On the Edge By the Sea: ponderings on composition
|On the Edge By the Sea by Sue W.|
Reading a review recently of an exhibition by the photographer Wolfgang Tillmans (german 1968- ), the author mentioned that Wolfgang thinks of his images as ‘calls to attentiveness’.
I know exactly what he means.
Being in a Straight-Jacket
Some critics have criticised Tillmans lack of composition. But composition can be a straight jacket.
You have all these conventional composition rules such as the rule of thirds, the golden mean, etc.
These are embedded in people’s minds. So much so, that they cannot see any visual image as harmonious, unless it is contained within these rules. Fair enough. And there is scientific truth to it... particular proportions are at the biological root of all life. So it’s unconscious to a degree.
But there are other levels of harmony - than the purely physical.
Sometimes you just want to emphasise what you find so fascinating. So beautiful. And the unexpected way it comes upon you in real life. It’s a magical, unexpected moment...and you want to express that.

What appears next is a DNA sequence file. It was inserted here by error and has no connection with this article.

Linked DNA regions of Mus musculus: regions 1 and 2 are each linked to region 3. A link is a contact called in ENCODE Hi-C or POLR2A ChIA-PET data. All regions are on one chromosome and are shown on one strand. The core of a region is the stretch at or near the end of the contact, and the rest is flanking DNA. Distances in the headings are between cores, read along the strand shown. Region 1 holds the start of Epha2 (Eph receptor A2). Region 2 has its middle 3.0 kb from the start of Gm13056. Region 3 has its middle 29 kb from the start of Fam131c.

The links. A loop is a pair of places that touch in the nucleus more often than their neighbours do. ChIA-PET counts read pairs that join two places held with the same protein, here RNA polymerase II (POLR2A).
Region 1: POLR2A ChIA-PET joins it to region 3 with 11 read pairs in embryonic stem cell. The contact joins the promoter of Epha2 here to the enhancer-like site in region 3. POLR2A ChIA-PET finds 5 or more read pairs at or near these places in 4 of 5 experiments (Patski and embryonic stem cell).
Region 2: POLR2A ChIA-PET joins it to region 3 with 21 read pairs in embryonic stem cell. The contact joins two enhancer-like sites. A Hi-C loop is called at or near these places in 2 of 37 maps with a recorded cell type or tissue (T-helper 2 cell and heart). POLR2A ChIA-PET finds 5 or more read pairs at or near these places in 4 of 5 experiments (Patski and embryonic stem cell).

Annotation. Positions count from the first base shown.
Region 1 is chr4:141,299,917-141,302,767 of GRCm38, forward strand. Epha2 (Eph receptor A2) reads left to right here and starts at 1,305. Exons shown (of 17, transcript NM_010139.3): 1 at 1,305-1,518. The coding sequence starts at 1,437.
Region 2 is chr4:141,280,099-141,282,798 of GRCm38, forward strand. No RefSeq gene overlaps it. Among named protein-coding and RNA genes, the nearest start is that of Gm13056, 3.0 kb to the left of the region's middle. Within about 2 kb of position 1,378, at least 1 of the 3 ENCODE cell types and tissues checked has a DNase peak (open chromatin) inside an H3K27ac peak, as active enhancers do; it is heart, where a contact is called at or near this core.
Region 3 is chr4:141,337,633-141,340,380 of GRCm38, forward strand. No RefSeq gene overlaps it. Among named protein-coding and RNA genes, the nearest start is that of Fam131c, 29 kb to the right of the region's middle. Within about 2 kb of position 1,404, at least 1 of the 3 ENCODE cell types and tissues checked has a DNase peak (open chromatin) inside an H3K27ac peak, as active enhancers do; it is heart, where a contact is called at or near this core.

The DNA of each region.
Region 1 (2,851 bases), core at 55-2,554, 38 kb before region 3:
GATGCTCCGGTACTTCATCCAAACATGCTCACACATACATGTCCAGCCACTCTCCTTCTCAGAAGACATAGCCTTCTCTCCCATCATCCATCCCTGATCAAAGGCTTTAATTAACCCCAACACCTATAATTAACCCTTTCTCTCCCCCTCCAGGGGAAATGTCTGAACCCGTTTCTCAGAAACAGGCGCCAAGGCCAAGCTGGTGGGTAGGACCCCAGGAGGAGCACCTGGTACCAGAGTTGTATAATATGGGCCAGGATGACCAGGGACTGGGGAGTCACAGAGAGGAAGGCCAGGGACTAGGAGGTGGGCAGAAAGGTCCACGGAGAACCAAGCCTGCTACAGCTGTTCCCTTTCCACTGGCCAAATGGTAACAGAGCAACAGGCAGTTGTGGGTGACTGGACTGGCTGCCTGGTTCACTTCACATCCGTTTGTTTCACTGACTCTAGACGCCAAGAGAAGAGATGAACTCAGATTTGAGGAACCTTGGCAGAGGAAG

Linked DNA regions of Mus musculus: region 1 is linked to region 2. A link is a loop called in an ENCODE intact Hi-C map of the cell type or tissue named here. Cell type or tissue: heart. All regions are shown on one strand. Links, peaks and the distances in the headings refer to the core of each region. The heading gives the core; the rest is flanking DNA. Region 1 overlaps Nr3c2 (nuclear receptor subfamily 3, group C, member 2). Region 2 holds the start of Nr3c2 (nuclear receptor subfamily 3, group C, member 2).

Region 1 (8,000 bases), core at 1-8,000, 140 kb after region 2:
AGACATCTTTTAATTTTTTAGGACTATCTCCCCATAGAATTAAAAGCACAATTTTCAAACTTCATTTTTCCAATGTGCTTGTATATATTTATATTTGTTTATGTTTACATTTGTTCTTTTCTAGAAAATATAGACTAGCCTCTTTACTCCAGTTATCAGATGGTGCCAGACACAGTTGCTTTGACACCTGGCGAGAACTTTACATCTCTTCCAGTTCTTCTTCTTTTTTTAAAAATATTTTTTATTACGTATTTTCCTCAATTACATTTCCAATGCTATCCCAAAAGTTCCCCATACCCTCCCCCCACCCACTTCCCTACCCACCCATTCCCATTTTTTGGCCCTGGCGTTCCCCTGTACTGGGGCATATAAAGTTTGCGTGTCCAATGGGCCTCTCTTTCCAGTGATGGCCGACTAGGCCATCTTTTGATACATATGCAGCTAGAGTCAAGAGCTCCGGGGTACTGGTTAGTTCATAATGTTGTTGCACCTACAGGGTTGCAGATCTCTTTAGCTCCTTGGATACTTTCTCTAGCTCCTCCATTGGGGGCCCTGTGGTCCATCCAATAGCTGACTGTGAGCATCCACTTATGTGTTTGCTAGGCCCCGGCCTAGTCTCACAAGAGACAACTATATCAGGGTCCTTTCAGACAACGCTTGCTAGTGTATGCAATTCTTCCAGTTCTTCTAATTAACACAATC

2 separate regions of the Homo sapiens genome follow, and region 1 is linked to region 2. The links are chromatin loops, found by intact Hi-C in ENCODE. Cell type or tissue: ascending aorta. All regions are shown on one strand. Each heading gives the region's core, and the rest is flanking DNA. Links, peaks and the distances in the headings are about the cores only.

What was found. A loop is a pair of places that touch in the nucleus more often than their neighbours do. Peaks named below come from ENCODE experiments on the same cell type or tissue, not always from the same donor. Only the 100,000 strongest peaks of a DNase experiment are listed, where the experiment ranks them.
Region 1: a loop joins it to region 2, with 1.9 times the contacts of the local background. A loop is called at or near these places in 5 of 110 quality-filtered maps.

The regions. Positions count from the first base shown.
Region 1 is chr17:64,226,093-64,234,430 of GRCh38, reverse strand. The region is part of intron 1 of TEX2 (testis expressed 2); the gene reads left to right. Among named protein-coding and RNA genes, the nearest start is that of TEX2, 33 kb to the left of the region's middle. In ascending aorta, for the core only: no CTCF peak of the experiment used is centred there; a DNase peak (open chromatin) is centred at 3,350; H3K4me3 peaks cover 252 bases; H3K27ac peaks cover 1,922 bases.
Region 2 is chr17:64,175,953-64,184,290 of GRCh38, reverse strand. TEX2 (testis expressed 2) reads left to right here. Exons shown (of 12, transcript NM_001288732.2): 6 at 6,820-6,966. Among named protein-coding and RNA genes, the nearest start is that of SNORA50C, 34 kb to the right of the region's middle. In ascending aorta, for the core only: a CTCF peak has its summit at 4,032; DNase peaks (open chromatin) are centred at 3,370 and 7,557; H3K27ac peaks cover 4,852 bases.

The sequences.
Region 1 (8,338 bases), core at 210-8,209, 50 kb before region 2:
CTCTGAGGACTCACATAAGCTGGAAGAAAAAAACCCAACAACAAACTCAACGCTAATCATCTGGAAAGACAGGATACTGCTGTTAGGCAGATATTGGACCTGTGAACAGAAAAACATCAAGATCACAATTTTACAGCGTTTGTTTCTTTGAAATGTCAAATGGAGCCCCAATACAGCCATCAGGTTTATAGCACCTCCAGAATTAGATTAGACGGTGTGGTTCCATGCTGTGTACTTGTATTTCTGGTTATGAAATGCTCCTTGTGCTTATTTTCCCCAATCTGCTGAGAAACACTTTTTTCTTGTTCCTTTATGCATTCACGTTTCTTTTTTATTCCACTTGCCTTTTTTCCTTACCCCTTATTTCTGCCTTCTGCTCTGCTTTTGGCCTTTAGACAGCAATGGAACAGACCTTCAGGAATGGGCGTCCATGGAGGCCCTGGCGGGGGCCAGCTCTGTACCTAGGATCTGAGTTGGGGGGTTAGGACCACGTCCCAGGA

Walking Along the BeachWalking along the beach, suddenly you see a tiny piece of splintered wood, reflected on the sand at the bottom of the transparent shallows.
It’s no great drama. It’s a fleeting, fluid moment caught in the corner of your eye, while you’re looking somewhere else.
It’s just a tiny piece of a story that you wouldn’t even notice - most of the time- unless you were moving slow enough... and were open enough to allow yourself to be receptive.
A magic moment. You don’t want it embedded in a compositional straight jacket.
Because that’s the point. Composition focuses and hierarchises the elements in the composition. But everything's happening simultaneously.
That piece of wood is almost not even there.
But for a split second you were there at this time, at this place, at this moment, at this wave, at this point - where the sun hits the wave and glitters and the tiny piece of splintered drift wood - which earlier had been part of some particular fishing boat and a hundred or a thousand journeys with a hundred or a thousand other fishermen - who knew a hundred or a thousand other people, who were born and who died like you will.
A composition, as nice as it is can be, can be a straight jacket.
The fragile little stick is not in a good place compositionally. It’s on the edge of a moment that you just caught because you were wholly attentive.